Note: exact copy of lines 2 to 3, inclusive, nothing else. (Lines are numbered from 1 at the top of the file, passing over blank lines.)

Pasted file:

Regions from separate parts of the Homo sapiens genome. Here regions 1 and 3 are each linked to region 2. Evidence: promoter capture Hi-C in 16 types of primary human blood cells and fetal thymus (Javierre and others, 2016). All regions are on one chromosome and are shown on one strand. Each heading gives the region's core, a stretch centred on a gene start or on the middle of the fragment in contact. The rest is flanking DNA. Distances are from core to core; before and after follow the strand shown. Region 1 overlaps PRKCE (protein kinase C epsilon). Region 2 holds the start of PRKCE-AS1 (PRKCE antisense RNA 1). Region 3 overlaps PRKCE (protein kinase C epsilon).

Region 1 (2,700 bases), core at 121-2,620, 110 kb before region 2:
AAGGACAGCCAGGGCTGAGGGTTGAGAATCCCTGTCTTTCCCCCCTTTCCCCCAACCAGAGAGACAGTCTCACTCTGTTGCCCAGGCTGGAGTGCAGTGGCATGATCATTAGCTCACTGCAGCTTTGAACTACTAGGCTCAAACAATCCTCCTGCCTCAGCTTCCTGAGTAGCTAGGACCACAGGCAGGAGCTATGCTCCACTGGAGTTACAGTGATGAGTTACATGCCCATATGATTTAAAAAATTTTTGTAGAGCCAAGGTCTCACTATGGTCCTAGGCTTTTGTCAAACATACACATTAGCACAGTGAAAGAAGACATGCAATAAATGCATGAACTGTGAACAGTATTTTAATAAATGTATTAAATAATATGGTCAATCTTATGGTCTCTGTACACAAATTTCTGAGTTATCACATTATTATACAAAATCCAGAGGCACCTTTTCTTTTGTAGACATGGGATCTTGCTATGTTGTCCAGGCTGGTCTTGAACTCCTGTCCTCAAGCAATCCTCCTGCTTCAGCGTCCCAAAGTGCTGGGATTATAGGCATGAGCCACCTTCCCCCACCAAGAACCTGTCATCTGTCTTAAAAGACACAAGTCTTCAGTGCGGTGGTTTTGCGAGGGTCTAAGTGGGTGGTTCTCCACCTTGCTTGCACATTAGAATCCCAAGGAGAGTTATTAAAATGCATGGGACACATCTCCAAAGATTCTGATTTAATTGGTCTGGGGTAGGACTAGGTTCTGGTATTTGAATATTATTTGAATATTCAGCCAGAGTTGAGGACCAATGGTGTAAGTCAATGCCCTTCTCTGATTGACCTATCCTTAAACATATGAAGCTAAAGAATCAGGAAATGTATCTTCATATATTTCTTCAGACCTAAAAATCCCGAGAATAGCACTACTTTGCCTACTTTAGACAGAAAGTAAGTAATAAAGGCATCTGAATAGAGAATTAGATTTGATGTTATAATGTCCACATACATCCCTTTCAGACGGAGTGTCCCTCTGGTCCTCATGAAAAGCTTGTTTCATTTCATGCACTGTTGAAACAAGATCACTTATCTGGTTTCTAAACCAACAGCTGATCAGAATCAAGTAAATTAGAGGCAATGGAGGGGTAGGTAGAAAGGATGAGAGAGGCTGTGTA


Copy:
Region 1 (2,700 bases), core at 121-2,620, 110 kb before region 2:
AAGGACAGCCAGGGCTGAGGGTTGAGAATCCCTGTCTTTCCCCCCTTTCCCCCAACCAGAGAGACAGTCTCACTCTGTTGCCCAGGCTGGAGTGCAGTGGCATGATCATTAGCTCACTGCAGCTTTGAACTACTAGGCTCAAACAATCCTCCTGCCTCAGCTTCCTGAGTAGCTAGGACCACAGGCAGGAGCTATGCTCCACTGGAGTTACAGTGATGAGTTACATGCCCATATGATTTAAAAAATTTTTGTAGAGCCAAGGTCTCACTATGGTCCTAGGCTTTTGTCAAACATACACATTAGCACAGTGAAAGAAGACATGCAATAAATGCATGAACTGTGAACAGTATTTTAATAAATGTATTAAATAATATGGTCAATCTTATGGTCTCTGTACACAAATTTCTGAGTTATCACATTATTATACAAAATCCAGAGGCACCTTTTCTTTTGTAGACATGGGATCTTGCTATGTTGTCCAGGCTGGTCTTGAACTCCTGTCCTCAAGCAATCCTCCTGCTTCAGCGTCCCAAAGTGCTGGGATTATAGGCATGAGCCACCTTCCCCCACCAAGAACCTGTCATCTGTCTTAAAAGACACAAGTCTTCAGTGCGGTGGTTTTGCGAGGGTCTAAGTGGGTGGTTCTCCACCTTGCTTGCACATTAGAATCCCAAGGAGAGTTATTAAAATGCATGGGACACATCTCCAAAGATTCTGATTTAATTGGTCTGGGGTAGGACTAGGTTCTGGTATTTGAATATTATTTGAATATTCAGCCAGAGTTGAGGACCAATGGTGTAAGTCAATGCCCTTCTCTGATTGACCTATCCTTAAACATATGAAGCTAAAGAATCAGGAAATGTATCTTCATATATTTCTTCAGACCTAAAAATCCCGAGAATAGCACTACTTTGCCTACTTTAGACAGAAAGTAAGTAATAAAGGCATCTGAATAGAGAATTAGATTTGATGTTATAATGTCCACATACATCCCTTTCAGACGGAGTGTCCCTCTGGTCCTCATGAAAAGCTTGTTTCATTTCATGCACTGTTGAAACAAGATCACTTATCTGGTTTCTAAACCAACAGCTGATCAGAATCAAGTAAATTAGAGGCAATGGAGGGGTAGGTAGAAAGGATGAGAGAGGCTGTGTA